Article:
Northern pollution may affect southern rainfall
Researchers from the Centre for Australian Weather and Climate Research (CAWCR) – a collaboration between the Bureau of Meteorology and CSIRO – have found that pollution from Asia, Europe, and North America may have contributed to recent Australian rainfall changes.
Using a CSIRO climate model that takes into account the effect of atmospheric aerosols, the scientists found that aerosol build-up in the northern hemisphere – the main source of global aerosols – could drive changes in atmospheric and oceanic circulation in the southern hemisphere.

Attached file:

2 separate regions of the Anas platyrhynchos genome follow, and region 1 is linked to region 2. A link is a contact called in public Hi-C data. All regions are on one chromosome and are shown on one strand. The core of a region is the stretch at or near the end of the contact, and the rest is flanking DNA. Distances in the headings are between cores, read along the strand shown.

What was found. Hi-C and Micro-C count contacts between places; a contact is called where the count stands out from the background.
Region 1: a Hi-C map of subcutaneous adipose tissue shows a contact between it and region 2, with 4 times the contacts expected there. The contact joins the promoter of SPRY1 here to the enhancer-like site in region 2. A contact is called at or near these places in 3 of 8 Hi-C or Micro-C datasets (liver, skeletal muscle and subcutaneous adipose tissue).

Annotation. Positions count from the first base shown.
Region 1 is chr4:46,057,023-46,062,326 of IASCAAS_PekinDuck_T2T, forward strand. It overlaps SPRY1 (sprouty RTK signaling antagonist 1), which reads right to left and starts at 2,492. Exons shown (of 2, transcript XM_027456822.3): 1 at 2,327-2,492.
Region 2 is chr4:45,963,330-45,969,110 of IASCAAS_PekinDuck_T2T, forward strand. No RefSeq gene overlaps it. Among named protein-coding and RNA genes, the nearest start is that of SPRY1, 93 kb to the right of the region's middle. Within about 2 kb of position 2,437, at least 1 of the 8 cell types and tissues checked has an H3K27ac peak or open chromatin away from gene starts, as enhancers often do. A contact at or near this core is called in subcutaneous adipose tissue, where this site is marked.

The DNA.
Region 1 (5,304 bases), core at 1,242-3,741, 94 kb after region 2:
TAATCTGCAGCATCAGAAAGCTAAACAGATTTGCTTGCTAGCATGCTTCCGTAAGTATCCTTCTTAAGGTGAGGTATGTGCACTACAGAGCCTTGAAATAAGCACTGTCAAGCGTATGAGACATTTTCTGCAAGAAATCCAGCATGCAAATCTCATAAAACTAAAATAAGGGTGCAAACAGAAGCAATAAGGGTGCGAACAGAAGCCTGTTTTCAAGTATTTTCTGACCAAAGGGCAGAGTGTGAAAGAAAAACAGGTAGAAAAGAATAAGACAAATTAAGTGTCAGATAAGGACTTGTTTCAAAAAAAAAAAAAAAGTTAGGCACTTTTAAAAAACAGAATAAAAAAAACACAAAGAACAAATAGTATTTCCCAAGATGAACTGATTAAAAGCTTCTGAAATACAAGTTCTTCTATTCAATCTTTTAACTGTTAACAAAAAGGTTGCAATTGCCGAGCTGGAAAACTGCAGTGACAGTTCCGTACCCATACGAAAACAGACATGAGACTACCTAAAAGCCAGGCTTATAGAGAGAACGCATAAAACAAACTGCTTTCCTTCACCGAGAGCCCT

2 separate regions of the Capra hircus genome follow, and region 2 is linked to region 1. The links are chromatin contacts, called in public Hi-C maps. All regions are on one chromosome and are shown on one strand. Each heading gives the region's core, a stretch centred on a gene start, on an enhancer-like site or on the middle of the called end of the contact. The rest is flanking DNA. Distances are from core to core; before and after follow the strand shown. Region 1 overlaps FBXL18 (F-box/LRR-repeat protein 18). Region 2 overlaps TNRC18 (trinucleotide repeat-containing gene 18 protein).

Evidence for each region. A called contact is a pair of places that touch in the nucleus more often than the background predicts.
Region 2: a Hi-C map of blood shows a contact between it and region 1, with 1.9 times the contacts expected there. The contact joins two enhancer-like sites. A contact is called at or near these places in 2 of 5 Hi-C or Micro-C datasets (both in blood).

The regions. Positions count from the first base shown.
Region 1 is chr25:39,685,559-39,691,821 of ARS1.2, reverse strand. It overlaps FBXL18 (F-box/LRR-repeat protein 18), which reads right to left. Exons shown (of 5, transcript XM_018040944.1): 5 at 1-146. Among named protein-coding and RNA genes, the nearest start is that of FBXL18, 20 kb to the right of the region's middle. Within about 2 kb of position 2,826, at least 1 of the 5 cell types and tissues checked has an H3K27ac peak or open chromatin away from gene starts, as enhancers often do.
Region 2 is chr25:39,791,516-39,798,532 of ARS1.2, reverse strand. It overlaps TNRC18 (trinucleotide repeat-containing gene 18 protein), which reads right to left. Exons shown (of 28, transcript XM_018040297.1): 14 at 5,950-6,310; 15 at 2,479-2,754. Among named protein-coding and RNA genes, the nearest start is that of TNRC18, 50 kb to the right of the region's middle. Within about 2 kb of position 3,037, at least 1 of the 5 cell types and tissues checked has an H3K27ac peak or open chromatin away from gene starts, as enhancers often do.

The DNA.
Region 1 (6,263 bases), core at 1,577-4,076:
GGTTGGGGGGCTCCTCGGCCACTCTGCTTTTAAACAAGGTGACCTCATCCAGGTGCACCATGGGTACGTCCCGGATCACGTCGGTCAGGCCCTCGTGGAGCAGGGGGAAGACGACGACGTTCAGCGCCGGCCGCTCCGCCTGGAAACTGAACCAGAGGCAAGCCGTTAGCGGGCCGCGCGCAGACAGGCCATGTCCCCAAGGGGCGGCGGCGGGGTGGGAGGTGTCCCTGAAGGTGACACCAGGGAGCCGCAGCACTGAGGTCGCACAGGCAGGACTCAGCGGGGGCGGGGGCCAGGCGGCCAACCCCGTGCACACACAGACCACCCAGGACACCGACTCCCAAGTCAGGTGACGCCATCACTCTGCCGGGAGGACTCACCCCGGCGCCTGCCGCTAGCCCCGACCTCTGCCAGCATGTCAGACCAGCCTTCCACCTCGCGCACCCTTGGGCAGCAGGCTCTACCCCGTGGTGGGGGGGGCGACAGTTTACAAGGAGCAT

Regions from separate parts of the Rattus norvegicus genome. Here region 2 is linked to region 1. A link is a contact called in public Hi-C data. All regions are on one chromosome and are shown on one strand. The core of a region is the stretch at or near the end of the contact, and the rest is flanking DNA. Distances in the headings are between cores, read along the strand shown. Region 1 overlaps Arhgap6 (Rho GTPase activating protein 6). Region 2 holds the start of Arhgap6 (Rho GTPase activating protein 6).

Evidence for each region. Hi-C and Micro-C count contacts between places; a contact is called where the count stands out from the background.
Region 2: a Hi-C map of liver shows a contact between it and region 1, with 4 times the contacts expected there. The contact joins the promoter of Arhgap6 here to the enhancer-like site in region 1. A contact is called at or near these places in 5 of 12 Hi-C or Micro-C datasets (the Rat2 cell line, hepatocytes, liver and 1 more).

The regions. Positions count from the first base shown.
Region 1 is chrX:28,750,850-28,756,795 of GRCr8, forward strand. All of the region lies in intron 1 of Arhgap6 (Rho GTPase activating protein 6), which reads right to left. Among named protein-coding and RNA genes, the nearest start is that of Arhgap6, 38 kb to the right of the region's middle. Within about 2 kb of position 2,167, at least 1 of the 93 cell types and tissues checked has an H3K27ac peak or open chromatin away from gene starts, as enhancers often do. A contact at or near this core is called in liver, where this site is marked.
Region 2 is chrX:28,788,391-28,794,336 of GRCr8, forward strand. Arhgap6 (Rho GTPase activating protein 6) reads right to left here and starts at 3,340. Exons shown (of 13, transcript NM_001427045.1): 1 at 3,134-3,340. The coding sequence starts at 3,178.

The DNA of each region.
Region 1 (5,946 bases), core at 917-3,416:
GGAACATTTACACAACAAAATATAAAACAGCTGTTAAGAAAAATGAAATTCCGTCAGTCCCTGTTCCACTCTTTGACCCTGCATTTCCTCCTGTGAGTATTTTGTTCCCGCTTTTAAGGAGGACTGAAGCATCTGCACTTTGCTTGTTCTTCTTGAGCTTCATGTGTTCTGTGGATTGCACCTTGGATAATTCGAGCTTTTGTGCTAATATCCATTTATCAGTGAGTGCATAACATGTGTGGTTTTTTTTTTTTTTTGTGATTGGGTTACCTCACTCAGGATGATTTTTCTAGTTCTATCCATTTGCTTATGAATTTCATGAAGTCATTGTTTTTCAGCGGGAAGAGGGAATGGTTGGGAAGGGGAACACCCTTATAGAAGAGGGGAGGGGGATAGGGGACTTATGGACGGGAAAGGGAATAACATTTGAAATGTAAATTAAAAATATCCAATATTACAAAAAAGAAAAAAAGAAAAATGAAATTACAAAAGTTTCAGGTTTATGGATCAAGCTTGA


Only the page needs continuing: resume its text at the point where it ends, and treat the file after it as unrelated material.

The most pronounced impact was increased rainfall in north-western and central Australia, and decreased rainfall in parts of southern Australia.
Aerosols come from many different sources. Sulphur is released from burning coal and oil. Dust is another aerosol that builds up when land is cleared, burned or overgrazed. Some aerosols, such as sea spray and volcanic emissions, occur naturally. However, NASA estimates 10 per cent of the total aerosols in the atmosphere are caused by people – and most of this 10 per cent is in the northern hemisphere.
European researchers are developing a new forecasting service that will accurately pinpoint where these aerosols come from and where they go.
The new service will give global information on how pollutants move around the world across oceans and continents, and will refine estimates of their sources and sinks.